You need to prove that you’re a real entity with real, valuable qualities.
- Do you have any recurring blog post themes that draw in people? Something like the Moz Whiteboard Fridays.
- Do you have any powerful single posts that continue to draw in users for months or years after they’re published? Resources like the Backlinko Google Search Factors are great proof here.
- Do you have regular guest contributions from well-known thought leaders? If you’re attracting powerful voices, it’s a great element of proof of your quality.
You’ll also want to answer more general questions about your blog.
- What are your subject areas? What is your core focus, and what do you expand to cover as related topics? For example, I write primarily about content marketing but also branch into marketing technology, social media, and niche marketing.
- Does your business sell a product that is particularly noteworthy? Individual products, suites of unique offerings, and unique services are all good.
All of this goes to prove that you’re a valuable, powerful, noteworthy blog in your industry and someone who can provide a good return on investment to the sponsors who pay you.
What Are Your Vital Statistics?
Sooner or later, you need to get down to the details.
Flowery language about who you are is fine, but you need to provide the nitty-gritty eventually.
- Monthly pageviews. Google Analytics is generally the go-to. Yes, we all know they use sampling and aren’t always accurate, but it’s an industry standard and is more trusted than other analytics platforms, even if those other platforms are more accurate.
- Other view-based metrics. Your average views per month, your unique visitors per month, and so on.
- Your subscriber and follower counts. How many social media followers do you have on Facebook, Twitter, Instagram, or whatever else matters to the sponsor? How many people are subscribed to your mailing lists, follow your RSS feed, or make purchases each month?
- What are your demographics? Does your audience skew towards certain age ranges, certain genders, certain locations? An otherwise great-looking deal can be shuttered if your traffic is primarily from a location the sponsor doesn’t service.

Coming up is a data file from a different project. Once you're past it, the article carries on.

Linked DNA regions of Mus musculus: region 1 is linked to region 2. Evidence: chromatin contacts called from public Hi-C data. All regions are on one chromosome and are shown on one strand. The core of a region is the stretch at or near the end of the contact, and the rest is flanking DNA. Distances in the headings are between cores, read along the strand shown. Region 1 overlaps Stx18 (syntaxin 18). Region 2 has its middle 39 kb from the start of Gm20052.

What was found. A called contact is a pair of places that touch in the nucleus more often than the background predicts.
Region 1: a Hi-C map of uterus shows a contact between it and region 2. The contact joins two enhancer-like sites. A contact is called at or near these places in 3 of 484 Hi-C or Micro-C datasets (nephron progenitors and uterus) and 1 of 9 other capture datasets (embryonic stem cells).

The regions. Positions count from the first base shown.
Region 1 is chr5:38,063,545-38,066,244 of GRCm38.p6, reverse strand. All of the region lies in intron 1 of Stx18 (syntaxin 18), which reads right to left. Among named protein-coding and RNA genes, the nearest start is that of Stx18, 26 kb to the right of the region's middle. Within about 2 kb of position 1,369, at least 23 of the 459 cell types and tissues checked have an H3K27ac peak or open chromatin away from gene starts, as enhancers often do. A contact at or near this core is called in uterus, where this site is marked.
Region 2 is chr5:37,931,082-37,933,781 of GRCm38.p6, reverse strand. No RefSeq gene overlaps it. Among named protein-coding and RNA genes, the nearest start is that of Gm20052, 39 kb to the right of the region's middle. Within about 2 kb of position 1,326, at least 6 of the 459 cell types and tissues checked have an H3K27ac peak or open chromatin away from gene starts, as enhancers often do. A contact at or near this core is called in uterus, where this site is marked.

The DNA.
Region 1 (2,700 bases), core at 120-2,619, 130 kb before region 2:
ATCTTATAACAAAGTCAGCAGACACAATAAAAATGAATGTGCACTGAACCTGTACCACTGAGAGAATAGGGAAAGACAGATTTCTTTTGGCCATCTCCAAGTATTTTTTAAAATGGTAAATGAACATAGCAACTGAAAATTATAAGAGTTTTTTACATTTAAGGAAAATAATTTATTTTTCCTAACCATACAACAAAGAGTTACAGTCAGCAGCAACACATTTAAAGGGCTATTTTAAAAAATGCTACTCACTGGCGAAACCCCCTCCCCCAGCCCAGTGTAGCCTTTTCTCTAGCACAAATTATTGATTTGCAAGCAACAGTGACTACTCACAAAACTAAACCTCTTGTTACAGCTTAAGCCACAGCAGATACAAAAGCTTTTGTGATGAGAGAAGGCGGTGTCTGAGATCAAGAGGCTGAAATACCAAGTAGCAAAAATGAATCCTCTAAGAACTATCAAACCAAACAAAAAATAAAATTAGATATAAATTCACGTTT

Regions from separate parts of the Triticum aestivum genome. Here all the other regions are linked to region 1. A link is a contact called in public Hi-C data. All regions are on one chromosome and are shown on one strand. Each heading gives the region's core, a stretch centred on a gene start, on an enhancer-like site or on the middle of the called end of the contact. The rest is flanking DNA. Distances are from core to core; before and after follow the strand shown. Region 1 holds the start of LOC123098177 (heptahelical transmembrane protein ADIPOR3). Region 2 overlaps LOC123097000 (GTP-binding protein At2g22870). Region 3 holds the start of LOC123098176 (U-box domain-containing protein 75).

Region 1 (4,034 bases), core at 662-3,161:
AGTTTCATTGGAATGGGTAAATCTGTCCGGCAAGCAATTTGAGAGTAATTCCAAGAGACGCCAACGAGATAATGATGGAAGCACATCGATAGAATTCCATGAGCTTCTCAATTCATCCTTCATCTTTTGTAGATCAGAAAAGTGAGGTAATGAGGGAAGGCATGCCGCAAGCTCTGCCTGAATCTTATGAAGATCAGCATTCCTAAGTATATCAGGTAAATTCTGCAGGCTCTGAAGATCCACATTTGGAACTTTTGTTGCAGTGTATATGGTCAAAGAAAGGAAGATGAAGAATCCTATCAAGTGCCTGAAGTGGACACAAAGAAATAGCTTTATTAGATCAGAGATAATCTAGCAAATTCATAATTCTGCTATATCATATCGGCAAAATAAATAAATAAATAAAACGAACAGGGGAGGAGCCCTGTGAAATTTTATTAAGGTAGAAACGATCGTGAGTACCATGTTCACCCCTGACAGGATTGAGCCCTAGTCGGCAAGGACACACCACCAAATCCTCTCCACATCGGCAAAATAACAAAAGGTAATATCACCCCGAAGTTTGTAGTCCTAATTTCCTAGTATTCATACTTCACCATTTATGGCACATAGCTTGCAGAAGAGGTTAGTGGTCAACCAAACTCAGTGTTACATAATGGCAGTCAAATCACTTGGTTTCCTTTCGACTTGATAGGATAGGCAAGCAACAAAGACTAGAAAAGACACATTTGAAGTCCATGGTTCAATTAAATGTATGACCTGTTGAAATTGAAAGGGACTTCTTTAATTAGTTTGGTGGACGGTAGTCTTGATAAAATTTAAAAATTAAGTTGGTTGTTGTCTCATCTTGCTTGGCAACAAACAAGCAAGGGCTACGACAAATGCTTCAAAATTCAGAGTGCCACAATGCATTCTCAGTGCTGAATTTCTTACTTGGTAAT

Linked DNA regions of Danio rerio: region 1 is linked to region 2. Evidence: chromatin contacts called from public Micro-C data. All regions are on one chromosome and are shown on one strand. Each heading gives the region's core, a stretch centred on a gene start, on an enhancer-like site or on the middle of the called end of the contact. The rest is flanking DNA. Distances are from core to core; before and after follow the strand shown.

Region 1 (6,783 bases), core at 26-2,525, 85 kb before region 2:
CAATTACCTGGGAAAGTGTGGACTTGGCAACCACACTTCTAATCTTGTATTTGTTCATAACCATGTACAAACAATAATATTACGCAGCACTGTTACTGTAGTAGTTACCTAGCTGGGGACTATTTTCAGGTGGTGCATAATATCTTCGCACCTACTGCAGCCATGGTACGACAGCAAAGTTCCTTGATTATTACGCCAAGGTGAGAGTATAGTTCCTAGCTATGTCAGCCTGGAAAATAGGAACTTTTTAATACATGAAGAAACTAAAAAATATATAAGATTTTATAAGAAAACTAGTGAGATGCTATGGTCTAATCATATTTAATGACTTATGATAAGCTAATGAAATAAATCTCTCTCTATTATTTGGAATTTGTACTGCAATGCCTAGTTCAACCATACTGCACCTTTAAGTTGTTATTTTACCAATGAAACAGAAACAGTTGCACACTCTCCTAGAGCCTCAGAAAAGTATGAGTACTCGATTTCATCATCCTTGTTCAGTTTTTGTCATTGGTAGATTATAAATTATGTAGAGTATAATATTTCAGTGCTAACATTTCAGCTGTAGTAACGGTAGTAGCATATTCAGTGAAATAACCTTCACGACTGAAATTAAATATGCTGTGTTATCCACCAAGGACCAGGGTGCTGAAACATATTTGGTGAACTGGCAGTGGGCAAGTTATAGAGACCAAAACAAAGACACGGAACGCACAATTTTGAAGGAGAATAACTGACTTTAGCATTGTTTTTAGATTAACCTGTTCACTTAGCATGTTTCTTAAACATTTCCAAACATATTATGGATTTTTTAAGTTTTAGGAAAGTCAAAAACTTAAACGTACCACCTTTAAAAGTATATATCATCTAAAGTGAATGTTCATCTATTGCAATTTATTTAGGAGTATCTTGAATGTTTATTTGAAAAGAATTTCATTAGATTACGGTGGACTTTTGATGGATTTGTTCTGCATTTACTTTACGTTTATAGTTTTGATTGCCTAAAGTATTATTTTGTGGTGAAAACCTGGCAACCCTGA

- Any other statistics that make you stand out or are otherwise noteworthy to a sponsor.
In general, you want to format these in bite-size, easily-digested chunks, and you can go into deeper explanations later if there’s anything worth mentioning that puts those statistics into context.
If you’re a smaller blog and you’re wondering how to present yourself as noteworthy, look for noteworthy statistics. Maybe your overall viewer count isn’t very high, but your growth over the last six months has been great: talk about that. Maybe you have an unusually high conversion rate; talk about that. You have options, is my point.
What Do You Offer to Your Sponsors?
Remember that a sponsor is coming into this potential relationship the same way a customer might. They’re potentially willing to spend money to buy something from you, but they have to know what you’re offering.
The most typical offering is advertising space, of course. You can showcase this by showing screenshots of your website with “your ad here” banners blocked out where ads would go. It could be gutters, banners, sidebars, in-text ads, or whatever else; you just need to show what’s on the table.
You can also discuss other kinds of sponsored content you’re willing to create. Will you write a review of their product if they send you a product to try out? Will you write a recommendation or link to their website regularly? Will you allow them to write a blog post that you publish? There are a lot of different options, so you need to make it clear what you’re offering by default, what’s on the table for negotiation, and what isn’t on the table at all.
What Are Your Policies?
It can be difficult to set policies for sponsorship when you’ve never made a sponsorship deal before. That is, again, why I’ll be giving you a bunch of templates and resources at the end of this post. For now, though, here are some things you might consider.